I drove to Paramus on Monday to sample the local low-cost furniture and gas station culture of New Jersey. I rarely listen to the radio, and so had not yet heard Taylor Swift’s new(?) song, “We Are Never, Ever Getting Back Together.” Monday, I heard it one and a half times, which was one time more than I needed to decide I do not like it. It is not good.
I am a huge fan of her Fearless album. I know all the lyrics. “The Way You Loved Me” is on my iPod’s This Is How We Do It workout mix. I love a musician who writes her own music. Her voice is nice and doesn’t sound all auto-tuned
But Taylor Swift is annoying. She has won plenty of awards. She has been amply interviewed. She has dated all the famous men. Why does she still act, every single time that she appears onstage, or at a ceremony, or on the television, like she is shocked that anyone bought tickets/honored her/has questions about her life? False modesty is annoying. That said, I sympathize with the instinct towards it; women are conditioned from day one to strain for likeability, forsaking all other qualities. There was a time in my life that any time anyone complimented me, I would invariably compliment them back, whether or not I meant it. I thought that was the perfect balance of modesty and manners. I was wrong.
This desire to be seen as nice manifests itself in other ways, a la the scene in Mean Girls where Regina George tells another girl that she loves her skirt, “So retro!”, only to turn around and snark on the skirt the second the girl walks away. If I dated a bunch of super famous dudes and then spilled all of their details in an international forum and made a ton of money for it, the society’s guillotine judgment would fall on me hard, like it has notorious kiss-and-tellers Rachel Uchitel, Karrine Steffans, and, God willing, Arnold Schwarzenegger, but when Taylor Swift does it to four ascending and descending notes, it’s art and brave of her to share her personal life.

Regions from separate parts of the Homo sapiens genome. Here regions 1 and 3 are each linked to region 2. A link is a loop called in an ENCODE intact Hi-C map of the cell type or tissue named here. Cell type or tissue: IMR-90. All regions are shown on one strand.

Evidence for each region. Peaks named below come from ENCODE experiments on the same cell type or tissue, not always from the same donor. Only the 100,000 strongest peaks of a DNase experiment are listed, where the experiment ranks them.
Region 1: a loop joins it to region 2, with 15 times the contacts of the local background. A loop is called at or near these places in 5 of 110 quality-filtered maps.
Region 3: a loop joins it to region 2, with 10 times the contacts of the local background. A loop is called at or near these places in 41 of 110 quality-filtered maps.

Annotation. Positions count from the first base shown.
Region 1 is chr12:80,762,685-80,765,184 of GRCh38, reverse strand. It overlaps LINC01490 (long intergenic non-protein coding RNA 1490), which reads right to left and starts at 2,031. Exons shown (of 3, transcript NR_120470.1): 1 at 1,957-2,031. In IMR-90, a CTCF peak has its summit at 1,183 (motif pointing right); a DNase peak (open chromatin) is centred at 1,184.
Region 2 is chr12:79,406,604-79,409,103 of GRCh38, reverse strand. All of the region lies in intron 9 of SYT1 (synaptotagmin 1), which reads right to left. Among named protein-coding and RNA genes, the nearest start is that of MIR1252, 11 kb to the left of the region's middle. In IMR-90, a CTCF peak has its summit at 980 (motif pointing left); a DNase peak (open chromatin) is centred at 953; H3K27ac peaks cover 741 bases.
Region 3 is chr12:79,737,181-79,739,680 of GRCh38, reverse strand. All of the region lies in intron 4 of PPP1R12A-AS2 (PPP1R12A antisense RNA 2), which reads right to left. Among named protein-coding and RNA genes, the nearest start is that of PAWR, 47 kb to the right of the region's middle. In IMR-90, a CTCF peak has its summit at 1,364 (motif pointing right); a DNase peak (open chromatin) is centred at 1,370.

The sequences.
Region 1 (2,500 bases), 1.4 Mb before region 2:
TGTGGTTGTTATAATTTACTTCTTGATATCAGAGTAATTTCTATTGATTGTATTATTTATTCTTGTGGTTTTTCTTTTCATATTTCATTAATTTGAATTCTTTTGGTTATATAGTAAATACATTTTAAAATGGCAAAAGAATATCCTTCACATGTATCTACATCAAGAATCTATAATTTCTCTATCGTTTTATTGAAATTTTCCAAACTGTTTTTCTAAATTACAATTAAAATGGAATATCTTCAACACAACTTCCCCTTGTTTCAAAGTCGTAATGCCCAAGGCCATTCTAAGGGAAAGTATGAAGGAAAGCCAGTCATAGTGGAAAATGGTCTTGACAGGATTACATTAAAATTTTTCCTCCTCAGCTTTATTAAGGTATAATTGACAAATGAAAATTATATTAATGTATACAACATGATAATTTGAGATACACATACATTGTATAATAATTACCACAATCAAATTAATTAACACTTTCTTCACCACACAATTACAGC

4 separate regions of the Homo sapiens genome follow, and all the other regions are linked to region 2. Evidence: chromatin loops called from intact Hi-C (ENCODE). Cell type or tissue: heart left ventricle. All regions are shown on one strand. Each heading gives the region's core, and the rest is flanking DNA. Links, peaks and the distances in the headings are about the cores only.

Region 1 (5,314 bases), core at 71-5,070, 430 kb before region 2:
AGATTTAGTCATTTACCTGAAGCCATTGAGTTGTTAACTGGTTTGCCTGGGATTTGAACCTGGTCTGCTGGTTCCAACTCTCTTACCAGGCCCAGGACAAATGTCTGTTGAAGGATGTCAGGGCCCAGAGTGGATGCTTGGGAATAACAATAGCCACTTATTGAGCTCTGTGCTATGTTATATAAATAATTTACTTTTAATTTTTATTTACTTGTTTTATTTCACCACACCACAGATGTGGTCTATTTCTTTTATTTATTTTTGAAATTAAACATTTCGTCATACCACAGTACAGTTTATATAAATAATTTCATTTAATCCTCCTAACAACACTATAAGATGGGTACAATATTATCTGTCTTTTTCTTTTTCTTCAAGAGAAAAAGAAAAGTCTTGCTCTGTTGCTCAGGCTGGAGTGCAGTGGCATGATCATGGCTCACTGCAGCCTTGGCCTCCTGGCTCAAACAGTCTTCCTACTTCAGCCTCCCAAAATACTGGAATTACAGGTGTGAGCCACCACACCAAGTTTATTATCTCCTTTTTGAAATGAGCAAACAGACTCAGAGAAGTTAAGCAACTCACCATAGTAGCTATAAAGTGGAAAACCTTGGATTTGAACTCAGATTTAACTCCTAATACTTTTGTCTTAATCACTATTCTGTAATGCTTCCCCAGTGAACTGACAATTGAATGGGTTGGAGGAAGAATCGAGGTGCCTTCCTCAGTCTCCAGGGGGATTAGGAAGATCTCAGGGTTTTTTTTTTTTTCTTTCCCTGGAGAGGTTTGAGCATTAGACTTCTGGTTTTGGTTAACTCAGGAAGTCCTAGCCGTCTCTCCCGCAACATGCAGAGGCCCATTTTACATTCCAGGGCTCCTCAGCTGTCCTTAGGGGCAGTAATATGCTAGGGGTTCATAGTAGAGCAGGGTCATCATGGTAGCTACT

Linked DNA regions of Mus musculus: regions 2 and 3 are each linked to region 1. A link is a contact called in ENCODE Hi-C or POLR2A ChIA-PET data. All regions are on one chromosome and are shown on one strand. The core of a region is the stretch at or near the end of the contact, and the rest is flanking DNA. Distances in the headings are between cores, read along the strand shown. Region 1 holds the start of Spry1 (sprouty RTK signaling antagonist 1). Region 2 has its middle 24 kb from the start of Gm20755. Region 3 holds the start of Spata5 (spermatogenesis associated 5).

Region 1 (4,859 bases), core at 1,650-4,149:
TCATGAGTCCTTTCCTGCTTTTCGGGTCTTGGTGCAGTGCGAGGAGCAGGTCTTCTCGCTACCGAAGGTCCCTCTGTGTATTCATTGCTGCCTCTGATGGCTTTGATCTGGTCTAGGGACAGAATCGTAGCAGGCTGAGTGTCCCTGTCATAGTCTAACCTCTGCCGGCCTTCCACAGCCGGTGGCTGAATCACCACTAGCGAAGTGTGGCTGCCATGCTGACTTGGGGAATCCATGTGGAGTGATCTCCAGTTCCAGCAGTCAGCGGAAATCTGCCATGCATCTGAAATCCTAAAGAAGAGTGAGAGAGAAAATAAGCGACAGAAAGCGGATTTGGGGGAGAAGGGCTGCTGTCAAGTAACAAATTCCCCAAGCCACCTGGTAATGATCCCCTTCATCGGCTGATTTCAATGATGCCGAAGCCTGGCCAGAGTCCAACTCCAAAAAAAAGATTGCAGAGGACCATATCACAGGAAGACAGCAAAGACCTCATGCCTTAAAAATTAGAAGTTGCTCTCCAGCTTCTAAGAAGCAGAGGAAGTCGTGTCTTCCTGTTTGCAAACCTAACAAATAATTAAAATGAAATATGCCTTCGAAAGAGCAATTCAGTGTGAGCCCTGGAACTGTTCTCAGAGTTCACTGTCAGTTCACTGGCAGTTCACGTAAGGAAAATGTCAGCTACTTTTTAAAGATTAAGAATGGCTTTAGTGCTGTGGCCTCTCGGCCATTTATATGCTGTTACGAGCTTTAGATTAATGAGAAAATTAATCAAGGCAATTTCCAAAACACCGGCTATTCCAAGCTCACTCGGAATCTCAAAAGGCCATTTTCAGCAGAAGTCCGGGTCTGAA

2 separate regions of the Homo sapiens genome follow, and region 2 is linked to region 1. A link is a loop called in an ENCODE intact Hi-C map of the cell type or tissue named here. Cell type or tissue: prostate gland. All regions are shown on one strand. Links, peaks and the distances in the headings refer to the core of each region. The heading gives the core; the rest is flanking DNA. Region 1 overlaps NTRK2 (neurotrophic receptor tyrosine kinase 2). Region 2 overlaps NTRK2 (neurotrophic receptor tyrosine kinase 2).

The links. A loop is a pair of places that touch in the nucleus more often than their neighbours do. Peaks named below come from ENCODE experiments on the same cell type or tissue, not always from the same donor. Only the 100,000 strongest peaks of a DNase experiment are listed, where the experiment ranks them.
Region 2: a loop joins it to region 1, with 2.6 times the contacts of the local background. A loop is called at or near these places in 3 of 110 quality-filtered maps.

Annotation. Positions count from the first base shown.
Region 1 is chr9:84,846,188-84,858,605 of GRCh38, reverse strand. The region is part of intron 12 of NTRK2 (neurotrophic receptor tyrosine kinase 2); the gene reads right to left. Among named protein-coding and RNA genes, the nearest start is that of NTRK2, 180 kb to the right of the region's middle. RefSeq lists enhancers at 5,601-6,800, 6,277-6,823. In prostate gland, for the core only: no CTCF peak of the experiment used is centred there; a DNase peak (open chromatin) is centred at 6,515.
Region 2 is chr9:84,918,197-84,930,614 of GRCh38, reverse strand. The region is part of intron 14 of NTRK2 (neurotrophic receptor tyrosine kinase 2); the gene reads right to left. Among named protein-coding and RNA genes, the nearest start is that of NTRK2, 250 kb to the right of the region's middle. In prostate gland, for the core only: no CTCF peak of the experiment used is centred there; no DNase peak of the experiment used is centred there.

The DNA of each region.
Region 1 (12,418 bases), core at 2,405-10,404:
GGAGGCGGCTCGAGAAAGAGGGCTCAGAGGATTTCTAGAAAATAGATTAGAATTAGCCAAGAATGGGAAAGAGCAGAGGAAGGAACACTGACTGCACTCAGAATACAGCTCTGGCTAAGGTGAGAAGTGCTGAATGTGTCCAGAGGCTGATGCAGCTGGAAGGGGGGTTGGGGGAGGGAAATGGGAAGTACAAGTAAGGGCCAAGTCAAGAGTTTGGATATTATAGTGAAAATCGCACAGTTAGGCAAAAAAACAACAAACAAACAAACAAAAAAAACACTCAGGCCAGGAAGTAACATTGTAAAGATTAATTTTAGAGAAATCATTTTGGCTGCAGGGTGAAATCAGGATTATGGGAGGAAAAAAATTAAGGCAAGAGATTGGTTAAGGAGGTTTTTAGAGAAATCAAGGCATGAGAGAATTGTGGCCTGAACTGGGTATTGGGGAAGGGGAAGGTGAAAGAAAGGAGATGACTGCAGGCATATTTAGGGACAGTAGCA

I don’t know why T-Swift can’t gracefully receive praise, and write songs that don’t sound like my middle school diary, or date anyone without then revealing their private details in a song casting herself as the sweetest ingénue in her own personal romantic comedy. While many of her songs are catchy, and God knows, easy to sing, she is bad for women. We shame Britney and Ke$ha for running around in skimpy outfits and promoting promiscuity, but at least they promote strong confident female images. All Taylor Swift’s guffawing and aw-shucksing is especially bad for her young female fan base, not to mention national treasure, John Mayer, who doesn’t need any more negative press.